Large datasets are often stored off-cluster on departmental servers, Storage@Yale, in cloud storage, etc. Since the permanent home of the data remains on off-cluster storage, you need to transfer a working copy to the cluster temporarily. When your computation finishes, you would then remove the copy and transmit the results to a more permanent location.
A sample workflow using
rsync would be:
# copy data to temporary cluster storage [netID@cluster ~]$ rsync -avP netID@department_server:/path/to/data $HOME/scratch60/ # process data on cluster [netID@cluster ~]$ sbatch data_processing.sh # return results to permanent storage for safe-keeping [netID@cluster ~]$ rsync -avP $HOME/scratch60/output_data netID@department_server:/path/to/outputs/
The working copy of the data can then be removed manually or left to be deleted (which will happen automatically after 60-days). See the Archive Data and Transfer Data pages for more ways to move data efficiently to and from the clusters.
Both Grace and Farnam have dedicated data transfer partitions (named
transfer) designed for staging data onto the cluster.
All users are able to submit jobs to these partitions. Note each users is limited to running two transfer jobs at one time.
If your workflow requires more simultaneuous transfers, contact us for assistance.
We recommend using
tmux to launch interactive transfers so that you are able to log out and leave the job running in the background.
# enter tmux shell [netID@grace1 ~]$ tmux # launch transfer job [netID@grace1 ~]$ srun --pty --partition transfer --cpus-per-task=1 --time=6:00:00 bash # start transfer [netID@c01n03 ~]$ rsync -avP netID@department_server:/path/to/data $HOME/scratch60/
tmuxsession. This will leave your transfer running in the background inside the
tmuxsession. For more details about how to use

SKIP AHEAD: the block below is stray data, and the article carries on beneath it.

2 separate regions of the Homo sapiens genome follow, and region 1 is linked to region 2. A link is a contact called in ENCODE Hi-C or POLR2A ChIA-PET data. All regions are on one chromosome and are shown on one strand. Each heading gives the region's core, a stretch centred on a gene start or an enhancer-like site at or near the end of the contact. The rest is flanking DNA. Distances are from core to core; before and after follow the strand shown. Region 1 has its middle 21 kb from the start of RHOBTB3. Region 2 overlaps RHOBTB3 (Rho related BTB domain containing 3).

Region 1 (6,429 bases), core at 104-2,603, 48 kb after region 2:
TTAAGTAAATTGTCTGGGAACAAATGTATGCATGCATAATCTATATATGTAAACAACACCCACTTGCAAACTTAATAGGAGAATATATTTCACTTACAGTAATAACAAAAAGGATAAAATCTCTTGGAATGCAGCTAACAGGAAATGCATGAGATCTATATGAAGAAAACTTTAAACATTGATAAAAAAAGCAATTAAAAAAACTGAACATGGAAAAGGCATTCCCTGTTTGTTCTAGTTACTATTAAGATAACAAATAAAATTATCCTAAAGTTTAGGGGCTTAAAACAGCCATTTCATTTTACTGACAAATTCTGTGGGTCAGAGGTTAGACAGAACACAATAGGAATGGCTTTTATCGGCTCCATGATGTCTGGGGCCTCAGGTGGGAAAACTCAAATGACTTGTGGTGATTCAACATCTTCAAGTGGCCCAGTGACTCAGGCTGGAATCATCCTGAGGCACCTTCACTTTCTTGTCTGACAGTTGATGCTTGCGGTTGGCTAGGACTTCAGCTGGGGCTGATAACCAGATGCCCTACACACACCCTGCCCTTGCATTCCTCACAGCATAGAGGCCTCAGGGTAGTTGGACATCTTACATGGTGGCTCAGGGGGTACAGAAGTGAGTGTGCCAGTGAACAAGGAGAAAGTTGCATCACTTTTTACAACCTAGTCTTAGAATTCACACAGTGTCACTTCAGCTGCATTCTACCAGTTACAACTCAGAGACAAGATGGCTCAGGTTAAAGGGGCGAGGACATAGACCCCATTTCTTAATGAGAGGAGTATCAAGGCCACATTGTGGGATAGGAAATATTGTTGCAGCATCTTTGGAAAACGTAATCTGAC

tmux, look at our guide here.
Transfers as Batch Jobs
sbatch script for an
rsync transfer is show here:
#!/bin/bash #SBATCH --partition=transfer #SBATCH --time=6:00:00 #SBATCH --cpus-per-task=1 #SBATCH --job-name=my_transfer #SBATCH --output=transfer.txt rsync -av netID@department_server:/path/to/data $HOME/scratch60/
remote.host.yale.eduto your scratch60 directory. Note, this will only work if you have set up password-less logins on the remote host.
Transfer Job Dependencies
sbatch options that allow you to hold a job from running until a previous job finishes.
These are called Job Dependencies, and they allow you to include a data-staging step as part of your data processing pipe-line.
Consider a workflow where we would like to process data located on a remote server. We can break this into two separate Slurm jobs: a transfer job followed by a processing job.
#!/bin/bash #SBATCH --partition=transfer #SBATCH --time=6:00:00 #SBATCH --cpus-per-task=1 #SBATCH --job-name=my_transfer rsync -av netID@department_server:/path/to/data $HOME/scratch60/
#!/bin/bash #SBATCH --partition=day #SBATCH --time=6:00:00 #SBATCH --cpus-per-task=1 #SBATCH --job-name=my_process module purge module load miniconda conda activate my_env python $HOME/process_script.py $HOME/scratch60/data
First we would submit the transfer job to Slurm:
$ sbatch transfer.sbatch Submitted batch job 12345678
Then we can pass this jobID as a dependency for the processing job:
$ sbatch --dependency=afterok:12345678 process.sbatch Submitted batch job 12345679
$ squeue JOBID PARTITION NAME USER ST TIME NODES NODELIST(REASON) 12345679 day process netID PD 0:00 1 (Dependency) 12345678 transfer transfer netID R 0:15 1 c01n04
Storage@Yale shares are mounted on the transfer partition, enabling you to stage data from these remove servers.
The process is somewhat simpler than the above example because we do not need to
rsync the data, and can instead use
Here, we have modified the
transfer.sbatch file from above:
#!/bin/bash #SBATCH --partition=transfer #SBATCH --time=6:00:00 #SBATCH --cpus-per-task=1 #SBATCH --job-name=my_transfer cp /SAY/standard/my_say_share/data $HOME/scratch60/
This will transfer
data from the Storage@Yale share to
scratch60 where it can be processed on any of the compute nodes.